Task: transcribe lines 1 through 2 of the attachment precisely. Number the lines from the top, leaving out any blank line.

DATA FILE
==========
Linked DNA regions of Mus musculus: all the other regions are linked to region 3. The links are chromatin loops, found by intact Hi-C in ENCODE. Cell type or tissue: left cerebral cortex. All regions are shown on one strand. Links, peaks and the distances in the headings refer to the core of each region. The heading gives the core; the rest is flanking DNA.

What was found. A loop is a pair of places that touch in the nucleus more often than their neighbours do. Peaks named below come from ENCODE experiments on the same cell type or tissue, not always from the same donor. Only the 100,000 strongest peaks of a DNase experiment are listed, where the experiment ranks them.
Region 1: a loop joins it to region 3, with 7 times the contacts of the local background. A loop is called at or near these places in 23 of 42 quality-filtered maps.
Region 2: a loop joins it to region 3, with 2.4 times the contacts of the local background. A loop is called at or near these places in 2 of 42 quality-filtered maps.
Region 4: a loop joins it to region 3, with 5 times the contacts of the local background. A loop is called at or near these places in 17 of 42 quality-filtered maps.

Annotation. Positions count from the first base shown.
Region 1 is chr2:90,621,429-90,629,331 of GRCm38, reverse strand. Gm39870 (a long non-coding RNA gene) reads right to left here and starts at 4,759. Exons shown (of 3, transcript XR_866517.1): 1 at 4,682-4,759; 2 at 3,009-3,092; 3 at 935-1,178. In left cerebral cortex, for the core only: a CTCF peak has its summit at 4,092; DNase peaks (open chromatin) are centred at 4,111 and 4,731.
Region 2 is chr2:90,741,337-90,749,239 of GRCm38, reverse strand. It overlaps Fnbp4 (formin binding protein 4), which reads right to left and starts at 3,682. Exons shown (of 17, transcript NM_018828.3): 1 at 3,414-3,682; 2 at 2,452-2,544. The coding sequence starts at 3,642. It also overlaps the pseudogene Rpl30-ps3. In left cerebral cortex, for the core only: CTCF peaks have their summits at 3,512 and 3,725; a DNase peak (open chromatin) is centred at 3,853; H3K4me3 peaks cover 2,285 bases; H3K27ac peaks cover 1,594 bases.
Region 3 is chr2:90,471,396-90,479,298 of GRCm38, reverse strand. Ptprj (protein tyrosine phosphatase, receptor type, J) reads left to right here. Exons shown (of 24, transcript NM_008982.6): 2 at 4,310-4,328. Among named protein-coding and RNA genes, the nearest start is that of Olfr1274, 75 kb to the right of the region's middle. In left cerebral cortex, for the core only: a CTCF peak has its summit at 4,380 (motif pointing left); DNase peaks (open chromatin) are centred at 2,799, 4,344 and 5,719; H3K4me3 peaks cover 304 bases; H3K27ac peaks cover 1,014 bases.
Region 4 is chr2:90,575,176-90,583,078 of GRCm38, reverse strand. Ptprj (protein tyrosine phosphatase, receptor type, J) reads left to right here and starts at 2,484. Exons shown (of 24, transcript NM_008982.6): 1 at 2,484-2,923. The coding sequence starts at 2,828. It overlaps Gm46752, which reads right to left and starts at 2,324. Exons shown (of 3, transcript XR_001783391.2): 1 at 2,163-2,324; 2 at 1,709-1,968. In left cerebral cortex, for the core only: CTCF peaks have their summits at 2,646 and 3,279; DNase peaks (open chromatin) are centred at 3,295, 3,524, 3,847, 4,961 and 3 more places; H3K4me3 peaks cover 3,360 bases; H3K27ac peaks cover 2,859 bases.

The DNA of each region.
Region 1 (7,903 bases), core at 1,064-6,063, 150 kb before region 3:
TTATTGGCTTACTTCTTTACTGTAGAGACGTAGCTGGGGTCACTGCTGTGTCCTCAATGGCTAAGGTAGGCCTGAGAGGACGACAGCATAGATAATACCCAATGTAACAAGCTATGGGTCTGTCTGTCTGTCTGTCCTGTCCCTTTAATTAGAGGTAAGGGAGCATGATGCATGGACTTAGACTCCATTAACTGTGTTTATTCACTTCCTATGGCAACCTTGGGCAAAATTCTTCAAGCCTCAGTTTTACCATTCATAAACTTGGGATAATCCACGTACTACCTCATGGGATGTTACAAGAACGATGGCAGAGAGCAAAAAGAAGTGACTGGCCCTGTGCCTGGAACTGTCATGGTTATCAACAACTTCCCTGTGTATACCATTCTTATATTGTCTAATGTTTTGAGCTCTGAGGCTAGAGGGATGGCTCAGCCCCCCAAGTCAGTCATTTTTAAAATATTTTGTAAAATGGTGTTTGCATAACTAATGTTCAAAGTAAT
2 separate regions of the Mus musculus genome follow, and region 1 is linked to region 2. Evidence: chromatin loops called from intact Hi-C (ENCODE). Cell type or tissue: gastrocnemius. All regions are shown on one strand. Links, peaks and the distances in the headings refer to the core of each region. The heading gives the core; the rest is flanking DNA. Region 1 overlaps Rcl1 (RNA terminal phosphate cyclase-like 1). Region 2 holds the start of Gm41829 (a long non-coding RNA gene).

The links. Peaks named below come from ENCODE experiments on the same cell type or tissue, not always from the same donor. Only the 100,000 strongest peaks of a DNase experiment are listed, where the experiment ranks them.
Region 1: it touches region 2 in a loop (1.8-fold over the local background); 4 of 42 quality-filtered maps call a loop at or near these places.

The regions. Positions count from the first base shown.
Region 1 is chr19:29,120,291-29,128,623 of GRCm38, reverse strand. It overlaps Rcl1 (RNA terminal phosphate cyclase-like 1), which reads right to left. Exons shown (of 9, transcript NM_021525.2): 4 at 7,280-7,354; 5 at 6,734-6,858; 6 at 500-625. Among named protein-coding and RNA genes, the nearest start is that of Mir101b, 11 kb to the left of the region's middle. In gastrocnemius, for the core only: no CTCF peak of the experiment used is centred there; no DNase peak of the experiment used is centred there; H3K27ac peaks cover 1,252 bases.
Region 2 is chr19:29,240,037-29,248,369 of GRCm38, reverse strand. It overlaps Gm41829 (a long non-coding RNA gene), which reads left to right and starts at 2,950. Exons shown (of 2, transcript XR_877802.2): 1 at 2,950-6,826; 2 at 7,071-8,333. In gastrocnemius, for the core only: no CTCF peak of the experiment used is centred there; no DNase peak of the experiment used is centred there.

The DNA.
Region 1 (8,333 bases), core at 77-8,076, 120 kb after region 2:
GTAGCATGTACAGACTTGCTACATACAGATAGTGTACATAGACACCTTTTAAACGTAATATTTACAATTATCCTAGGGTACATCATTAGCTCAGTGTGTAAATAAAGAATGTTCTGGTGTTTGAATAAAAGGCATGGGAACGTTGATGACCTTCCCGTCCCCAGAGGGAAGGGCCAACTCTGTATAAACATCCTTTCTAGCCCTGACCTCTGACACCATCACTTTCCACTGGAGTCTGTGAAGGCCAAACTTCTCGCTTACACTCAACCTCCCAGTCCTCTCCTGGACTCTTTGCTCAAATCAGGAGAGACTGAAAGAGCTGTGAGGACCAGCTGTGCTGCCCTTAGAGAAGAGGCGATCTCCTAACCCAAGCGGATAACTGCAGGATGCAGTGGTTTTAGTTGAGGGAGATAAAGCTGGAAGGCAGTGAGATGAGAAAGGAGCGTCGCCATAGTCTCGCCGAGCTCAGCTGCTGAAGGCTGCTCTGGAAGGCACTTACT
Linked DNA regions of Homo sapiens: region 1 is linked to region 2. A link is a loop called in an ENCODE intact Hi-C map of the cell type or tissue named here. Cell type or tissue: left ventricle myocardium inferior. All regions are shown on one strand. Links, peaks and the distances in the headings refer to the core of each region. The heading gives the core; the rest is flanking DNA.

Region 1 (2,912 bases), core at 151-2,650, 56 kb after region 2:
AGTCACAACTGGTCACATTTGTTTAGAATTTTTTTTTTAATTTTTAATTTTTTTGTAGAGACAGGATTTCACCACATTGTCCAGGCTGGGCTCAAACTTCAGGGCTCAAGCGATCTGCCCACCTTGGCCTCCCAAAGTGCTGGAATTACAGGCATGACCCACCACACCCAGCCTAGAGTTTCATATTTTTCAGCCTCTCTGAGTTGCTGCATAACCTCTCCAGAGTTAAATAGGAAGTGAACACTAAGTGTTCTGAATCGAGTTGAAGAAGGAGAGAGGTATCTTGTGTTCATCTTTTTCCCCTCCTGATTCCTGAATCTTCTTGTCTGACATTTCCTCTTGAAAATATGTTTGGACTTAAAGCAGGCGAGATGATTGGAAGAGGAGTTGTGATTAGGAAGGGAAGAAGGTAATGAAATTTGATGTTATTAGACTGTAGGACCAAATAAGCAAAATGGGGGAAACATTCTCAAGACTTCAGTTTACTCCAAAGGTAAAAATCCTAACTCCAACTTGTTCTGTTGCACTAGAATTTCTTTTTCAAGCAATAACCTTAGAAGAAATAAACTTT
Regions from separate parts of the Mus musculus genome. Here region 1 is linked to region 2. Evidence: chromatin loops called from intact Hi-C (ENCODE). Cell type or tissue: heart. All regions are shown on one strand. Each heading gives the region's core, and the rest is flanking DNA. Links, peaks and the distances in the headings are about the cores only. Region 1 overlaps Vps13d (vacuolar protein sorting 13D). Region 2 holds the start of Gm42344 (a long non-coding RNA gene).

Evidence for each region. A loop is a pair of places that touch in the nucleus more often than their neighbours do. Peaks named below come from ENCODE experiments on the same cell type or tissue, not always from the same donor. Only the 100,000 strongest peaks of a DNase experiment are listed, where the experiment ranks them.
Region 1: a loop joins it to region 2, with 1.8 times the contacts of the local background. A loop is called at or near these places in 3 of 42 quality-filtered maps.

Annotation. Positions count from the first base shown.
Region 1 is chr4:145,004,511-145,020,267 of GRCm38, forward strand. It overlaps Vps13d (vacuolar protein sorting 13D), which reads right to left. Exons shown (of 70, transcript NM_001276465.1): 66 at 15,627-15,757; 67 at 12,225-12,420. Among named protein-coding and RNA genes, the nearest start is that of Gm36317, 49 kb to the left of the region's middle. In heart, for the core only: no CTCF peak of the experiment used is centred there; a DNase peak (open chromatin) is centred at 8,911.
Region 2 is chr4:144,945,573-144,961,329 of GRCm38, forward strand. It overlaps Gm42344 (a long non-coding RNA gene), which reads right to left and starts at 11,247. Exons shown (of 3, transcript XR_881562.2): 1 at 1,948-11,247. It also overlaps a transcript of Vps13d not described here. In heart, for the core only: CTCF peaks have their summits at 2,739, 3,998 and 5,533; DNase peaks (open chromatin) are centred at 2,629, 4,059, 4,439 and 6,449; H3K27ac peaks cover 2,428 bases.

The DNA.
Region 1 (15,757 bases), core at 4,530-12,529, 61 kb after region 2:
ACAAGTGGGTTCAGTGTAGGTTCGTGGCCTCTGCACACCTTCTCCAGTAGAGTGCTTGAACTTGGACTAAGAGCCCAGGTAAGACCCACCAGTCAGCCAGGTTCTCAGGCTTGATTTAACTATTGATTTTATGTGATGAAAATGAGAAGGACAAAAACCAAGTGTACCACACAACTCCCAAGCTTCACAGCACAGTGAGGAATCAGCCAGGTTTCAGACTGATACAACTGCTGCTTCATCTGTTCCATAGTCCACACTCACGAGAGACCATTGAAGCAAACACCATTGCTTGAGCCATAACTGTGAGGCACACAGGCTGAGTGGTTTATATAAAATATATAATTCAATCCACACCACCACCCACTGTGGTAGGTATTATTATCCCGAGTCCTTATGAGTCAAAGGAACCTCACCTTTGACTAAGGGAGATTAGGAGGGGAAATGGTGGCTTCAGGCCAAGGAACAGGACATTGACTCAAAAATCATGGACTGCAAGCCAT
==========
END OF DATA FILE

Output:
Linked DNA regions of Mus musculus: all the other regions are linked to region 3. The links are chromatin loops, found by intact Hi-C in ENCODE. Cell type or tissue: left cerebral cortex. All regions are shown on one strand. Links, peaks and the distances in the headings refer to the core of each region. The heading gives the core; the rest is flanking DNA.

What was found. A loop is a pair of places that touch in the nucleus more often than their neighbours do. Peaks named below come from ENCODE experiments on the same cell type or tissue, not always from the same donor. Only the 100,000 strongest peaks of a DNase experiment are listed, where the experiment ranks them.